Image: Adrian Ghenie: The Fear of NOW
Installation view of Adrian Ghenie: The Fear of NOW at Thaddaeus Ropac London. 12 October–22 December 2022. Photo: Jackson Pearce White. © Adrian Ghenie.
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Adrian Ghenie: The Fear of NOW Review

4 November 2022

By Joe Lloyd

The Romanian artist Adrian Ghenie (b1977, Baia Mare) specialises in half-remembered trauma history. His paintings often centre on figures from the tyrannical regimes of 20th-century Europe, particularly those from his native land, extrapolated from photographs and film scenes. In his most famous series, Pie Fight (2008-12), these figures are concealed and disfigured by sticky drips of custard, a ritual humiliation drawn from classic slapstick acts like The Three Stooges. Comedy gatecrashes tragedy. Dictators lose their power over us when covered in slop, victims of the sort of humiliating rituals they impose on their subjects. Ghenie might go down in history as the painter who pied Hitler. Other works reach back into art history: The Sunflowers in 1937 (2014) imagines Van Gogh’s famous still life as if being burned by the Nazis as “degenerate”.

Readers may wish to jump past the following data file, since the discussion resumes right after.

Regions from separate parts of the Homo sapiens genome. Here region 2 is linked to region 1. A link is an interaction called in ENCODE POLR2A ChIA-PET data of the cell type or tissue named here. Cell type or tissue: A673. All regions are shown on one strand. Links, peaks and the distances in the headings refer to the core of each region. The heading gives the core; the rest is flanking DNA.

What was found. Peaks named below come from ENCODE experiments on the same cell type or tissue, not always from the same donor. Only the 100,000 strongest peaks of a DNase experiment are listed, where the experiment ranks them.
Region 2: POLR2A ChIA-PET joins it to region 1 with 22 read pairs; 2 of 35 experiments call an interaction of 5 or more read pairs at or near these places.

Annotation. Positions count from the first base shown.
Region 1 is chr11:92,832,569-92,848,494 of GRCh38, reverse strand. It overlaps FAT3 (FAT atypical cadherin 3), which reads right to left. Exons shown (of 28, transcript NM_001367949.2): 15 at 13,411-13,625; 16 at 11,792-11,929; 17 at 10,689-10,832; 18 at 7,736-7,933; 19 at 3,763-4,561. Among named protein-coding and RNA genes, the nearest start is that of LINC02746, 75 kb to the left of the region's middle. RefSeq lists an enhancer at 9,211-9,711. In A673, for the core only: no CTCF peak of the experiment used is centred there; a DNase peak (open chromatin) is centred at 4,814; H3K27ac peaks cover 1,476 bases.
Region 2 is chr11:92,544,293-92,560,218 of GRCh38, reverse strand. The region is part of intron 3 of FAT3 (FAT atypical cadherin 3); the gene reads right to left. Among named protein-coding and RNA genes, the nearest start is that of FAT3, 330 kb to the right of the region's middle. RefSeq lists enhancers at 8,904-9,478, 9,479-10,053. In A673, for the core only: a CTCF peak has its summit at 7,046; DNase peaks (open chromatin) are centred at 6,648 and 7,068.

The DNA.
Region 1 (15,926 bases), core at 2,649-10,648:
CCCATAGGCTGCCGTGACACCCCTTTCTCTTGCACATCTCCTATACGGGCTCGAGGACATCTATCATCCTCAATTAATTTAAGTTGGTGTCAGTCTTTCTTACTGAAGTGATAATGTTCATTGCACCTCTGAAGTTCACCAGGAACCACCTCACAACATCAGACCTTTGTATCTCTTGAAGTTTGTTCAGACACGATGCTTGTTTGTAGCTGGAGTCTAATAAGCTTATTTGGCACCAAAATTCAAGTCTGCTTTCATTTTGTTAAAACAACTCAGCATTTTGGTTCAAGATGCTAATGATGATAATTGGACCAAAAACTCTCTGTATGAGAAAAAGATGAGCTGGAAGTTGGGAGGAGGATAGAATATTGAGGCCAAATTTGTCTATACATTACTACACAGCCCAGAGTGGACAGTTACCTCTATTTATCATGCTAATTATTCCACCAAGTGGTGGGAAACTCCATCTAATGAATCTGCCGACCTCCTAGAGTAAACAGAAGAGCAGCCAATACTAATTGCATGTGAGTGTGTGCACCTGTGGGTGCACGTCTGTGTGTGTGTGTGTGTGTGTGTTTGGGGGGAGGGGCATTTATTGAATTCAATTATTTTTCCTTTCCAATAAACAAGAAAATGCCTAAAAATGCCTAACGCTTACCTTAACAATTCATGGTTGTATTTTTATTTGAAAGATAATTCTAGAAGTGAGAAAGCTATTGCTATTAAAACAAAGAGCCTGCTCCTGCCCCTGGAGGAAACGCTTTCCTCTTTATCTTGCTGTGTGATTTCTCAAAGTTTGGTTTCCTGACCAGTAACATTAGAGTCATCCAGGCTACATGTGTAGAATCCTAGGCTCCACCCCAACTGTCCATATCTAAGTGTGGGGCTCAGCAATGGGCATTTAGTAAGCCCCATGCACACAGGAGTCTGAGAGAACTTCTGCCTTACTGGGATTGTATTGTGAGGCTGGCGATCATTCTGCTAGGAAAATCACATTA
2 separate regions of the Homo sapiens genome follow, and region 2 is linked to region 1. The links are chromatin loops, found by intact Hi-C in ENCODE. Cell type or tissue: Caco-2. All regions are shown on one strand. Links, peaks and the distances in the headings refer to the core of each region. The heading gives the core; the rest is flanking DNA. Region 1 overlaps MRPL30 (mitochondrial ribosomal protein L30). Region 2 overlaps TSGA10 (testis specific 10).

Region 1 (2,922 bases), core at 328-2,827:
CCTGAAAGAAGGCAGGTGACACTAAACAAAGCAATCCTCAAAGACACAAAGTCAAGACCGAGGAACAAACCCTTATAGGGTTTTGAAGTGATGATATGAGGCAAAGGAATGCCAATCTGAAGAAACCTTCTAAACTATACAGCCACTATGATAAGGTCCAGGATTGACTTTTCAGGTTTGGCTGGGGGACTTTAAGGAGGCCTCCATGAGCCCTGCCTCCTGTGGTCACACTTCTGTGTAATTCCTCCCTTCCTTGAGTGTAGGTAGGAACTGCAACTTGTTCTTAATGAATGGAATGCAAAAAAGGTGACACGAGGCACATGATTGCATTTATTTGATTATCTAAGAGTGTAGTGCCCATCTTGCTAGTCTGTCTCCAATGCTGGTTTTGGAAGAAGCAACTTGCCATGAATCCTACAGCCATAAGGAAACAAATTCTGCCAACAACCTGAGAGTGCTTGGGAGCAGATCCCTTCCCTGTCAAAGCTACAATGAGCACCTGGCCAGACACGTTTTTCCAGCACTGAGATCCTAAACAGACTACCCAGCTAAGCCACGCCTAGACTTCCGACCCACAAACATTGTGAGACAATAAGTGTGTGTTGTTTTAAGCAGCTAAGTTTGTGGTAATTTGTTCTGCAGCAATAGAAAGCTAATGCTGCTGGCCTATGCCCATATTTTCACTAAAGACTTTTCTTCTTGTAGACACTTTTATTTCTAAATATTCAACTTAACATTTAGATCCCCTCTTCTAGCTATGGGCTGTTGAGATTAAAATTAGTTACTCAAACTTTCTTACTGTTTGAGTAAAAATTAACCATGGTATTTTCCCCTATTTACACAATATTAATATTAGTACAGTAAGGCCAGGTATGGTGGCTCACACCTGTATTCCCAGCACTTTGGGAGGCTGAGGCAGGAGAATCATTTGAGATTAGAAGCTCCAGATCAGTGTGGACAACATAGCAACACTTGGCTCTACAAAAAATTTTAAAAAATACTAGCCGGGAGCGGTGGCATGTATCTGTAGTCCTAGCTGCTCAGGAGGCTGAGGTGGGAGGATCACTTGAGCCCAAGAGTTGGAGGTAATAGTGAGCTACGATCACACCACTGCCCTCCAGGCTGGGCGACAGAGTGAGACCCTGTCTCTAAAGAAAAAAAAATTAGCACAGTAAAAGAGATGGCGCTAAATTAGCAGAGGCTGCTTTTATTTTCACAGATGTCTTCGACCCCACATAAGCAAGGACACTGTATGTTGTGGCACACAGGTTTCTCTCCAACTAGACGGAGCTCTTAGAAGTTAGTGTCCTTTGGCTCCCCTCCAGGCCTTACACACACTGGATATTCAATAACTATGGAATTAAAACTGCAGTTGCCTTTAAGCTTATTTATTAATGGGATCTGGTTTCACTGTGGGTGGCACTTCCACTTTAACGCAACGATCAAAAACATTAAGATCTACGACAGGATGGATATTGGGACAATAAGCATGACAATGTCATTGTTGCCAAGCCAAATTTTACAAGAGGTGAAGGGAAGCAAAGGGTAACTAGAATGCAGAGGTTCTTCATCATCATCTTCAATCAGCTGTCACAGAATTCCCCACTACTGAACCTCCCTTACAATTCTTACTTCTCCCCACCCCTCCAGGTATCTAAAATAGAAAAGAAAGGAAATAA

Despite the visceral nature of this world, Ghenie has become something of an art-market darling. Collectors await his new work with bated breath. Many pieces are sold before they hang on the wall. The flippers of the secondary market have made small fortunes out of him. This May, his painting Degenerate Art (2016) sold for almost US$9.3m (£8m) at Sotheby’s New York. A few days later, at Christie’s Hong Kong, Pie Fight Interior 12 (2014) went for just under US$10.4m (£9m). One might wonder what draws the oligarchic elite to paintings critiquing the sort of authoritarian figures many of them serve. Ghenie, for his part, has used his success to buoy the artists of his home country: in 2005, he co-founded Galeria Plan B in Cluj-Napoca, which serves as an incubator for young Romanian artists and a promoter of the works of those previously ignored.